At its core, Animal Man is a horror title, and the horror here is classic Cronenbergian body horror, à la The Fly and Videodrome. Every turn of the page greets you with some new, twisted grotesquery scarcely describable. Inverted digestive systems, eyeballs glaring out from where they shouldn’t be, bone, muscle, and sinew flowing in and out of each other in fluctuating patterns. With Morrison, the horror drew from the existential with Buddy questioning his very existence and worth as an artificial creation, a character in a narrative subject equally to the writer, artist, and reader, but here the horror strikes purely for the visceral. Wrenching at the guts and testing the strain of your eyes as they grow wider and wider with every image.

The strengths of this title emerge equally from Lemire’s writing and Travel Foreman’s art. Lemire gets you invested in the Baker family, in Buddy’s duelling duties to his family and his cause, in his wife’s grudging acceptance of her husband’s alter ego, in his son’s brattish juvenilia, and in his daughter’s naive discovery of strange, dark forces as her own powers reveal themselves. Indeed, the love between Buddy and his daughter forms the heart of this book, as a father struggles to weather his daughter through a storm, hoping desperately to bring her out all the safer on the other side.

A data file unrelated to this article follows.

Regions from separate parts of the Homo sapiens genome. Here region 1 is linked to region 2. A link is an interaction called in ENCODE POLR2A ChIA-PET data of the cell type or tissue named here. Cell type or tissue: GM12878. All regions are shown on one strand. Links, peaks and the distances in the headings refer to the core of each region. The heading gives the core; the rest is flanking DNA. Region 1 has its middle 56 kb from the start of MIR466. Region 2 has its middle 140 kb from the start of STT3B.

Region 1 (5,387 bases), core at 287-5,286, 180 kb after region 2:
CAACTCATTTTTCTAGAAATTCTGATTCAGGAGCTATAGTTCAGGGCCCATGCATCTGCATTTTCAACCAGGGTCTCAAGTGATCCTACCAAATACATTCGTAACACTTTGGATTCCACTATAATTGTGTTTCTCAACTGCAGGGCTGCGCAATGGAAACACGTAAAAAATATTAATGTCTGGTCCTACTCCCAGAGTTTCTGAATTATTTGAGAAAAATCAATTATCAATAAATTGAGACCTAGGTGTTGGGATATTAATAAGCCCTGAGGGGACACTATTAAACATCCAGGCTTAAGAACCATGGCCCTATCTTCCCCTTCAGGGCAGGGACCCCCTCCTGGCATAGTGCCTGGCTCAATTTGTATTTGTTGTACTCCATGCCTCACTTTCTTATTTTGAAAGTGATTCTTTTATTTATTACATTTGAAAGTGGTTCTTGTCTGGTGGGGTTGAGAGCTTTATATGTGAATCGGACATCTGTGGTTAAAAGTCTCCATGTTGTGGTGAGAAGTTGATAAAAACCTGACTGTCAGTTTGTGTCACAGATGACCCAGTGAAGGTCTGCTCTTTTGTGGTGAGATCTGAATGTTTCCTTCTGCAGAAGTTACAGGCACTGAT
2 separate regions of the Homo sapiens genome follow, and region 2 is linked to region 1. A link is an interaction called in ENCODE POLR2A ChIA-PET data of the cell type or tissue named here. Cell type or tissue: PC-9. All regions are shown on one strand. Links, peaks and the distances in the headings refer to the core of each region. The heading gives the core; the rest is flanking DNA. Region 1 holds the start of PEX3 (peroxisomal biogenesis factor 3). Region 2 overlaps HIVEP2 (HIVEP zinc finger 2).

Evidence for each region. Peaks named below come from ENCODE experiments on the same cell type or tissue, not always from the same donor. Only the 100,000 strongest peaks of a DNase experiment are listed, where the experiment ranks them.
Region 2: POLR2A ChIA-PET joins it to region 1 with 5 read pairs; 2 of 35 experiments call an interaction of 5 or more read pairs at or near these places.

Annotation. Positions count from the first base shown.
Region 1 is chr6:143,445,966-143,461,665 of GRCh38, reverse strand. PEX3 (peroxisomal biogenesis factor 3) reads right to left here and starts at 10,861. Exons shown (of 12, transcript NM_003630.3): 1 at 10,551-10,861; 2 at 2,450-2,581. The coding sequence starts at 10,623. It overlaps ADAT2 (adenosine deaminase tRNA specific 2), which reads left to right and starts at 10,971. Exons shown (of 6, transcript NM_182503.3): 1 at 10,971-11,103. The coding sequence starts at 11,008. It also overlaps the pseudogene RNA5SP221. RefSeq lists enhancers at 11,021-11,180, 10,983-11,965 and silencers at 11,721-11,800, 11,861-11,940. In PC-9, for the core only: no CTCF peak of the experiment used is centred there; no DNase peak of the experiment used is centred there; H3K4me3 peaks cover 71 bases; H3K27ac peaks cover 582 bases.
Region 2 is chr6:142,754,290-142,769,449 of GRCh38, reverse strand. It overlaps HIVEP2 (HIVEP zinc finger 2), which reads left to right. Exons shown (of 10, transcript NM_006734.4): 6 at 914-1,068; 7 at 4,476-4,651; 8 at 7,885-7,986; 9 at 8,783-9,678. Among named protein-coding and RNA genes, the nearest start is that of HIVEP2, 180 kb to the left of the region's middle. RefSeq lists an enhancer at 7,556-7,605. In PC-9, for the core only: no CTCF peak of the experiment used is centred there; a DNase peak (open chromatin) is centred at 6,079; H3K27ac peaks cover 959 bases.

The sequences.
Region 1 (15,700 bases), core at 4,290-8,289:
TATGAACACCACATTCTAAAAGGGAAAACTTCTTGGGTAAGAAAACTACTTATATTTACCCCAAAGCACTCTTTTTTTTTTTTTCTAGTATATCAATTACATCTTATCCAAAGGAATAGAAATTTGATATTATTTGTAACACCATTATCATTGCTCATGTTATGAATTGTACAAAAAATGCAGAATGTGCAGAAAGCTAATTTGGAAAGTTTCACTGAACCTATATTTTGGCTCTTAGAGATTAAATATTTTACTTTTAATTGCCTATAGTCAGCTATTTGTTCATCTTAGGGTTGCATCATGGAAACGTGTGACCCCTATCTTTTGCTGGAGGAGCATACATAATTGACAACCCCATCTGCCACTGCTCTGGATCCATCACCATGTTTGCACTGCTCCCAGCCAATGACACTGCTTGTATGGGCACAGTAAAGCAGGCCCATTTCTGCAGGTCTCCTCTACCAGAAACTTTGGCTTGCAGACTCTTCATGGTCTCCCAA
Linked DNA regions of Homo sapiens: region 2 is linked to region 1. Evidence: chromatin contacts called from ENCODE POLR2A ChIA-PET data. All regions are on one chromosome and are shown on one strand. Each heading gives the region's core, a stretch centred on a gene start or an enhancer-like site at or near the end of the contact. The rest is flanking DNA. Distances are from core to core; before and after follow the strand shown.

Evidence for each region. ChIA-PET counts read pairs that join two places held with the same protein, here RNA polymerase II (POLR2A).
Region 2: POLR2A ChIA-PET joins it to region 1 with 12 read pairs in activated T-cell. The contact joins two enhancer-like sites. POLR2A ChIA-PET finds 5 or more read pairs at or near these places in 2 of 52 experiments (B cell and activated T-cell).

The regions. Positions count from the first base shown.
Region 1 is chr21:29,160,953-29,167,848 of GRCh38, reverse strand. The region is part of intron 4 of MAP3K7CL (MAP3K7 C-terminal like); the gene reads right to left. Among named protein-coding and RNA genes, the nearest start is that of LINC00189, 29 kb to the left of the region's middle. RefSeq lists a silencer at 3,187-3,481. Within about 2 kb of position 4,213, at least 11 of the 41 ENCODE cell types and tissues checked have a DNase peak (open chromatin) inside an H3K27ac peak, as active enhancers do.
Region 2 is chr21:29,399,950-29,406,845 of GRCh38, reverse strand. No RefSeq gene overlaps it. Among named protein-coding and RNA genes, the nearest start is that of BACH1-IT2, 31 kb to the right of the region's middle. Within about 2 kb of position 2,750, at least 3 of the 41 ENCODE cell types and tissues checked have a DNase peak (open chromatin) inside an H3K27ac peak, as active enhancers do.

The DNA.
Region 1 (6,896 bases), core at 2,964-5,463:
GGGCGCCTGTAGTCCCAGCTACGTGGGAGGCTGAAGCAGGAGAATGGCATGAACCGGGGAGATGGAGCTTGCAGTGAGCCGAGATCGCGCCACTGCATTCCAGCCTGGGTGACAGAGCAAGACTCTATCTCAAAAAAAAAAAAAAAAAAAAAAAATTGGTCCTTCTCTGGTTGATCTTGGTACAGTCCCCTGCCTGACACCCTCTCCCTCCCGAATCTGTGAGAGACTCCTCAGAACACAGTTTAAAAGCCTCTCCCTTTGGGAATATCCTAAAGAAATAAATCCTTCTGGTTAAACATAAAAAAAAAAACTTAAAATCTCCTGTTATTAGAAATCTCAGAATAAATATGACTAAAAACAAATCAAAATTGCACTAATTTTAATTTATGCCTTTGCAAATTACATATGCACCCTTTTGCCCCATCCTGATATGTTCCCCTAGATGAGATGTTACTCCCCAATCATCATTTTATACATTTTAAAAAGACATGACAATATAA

Buddy’s plight, while strange and supernatural, strikes at the universal, enumerating the wonders and importance of the bonds between parent and child without becoming heavy handed or cliche. Meanwhile, Foreman delivers the peril with every new unimaginable horror emanating from the Rot, besetting our hero. Not that the embodiments of the Red are any more pleasant. Every image in this book is brilliantly rendered, strangely tactile, and sure to raise gooseflesh across the hardiest hide.

Along with Scott Snyder’s run on Batman, Animal Man stands as one of the strongest titles of the New 52 — hell, I struggle to find anything bad to say about it. It may take a year or two to accurately call this, but hopefully titles like Animal Man will justify the reboot in the end, if only for having such a creative team reinvigorate a great character in a new, terrifying way. A must read for any fan of horror or Animal Man.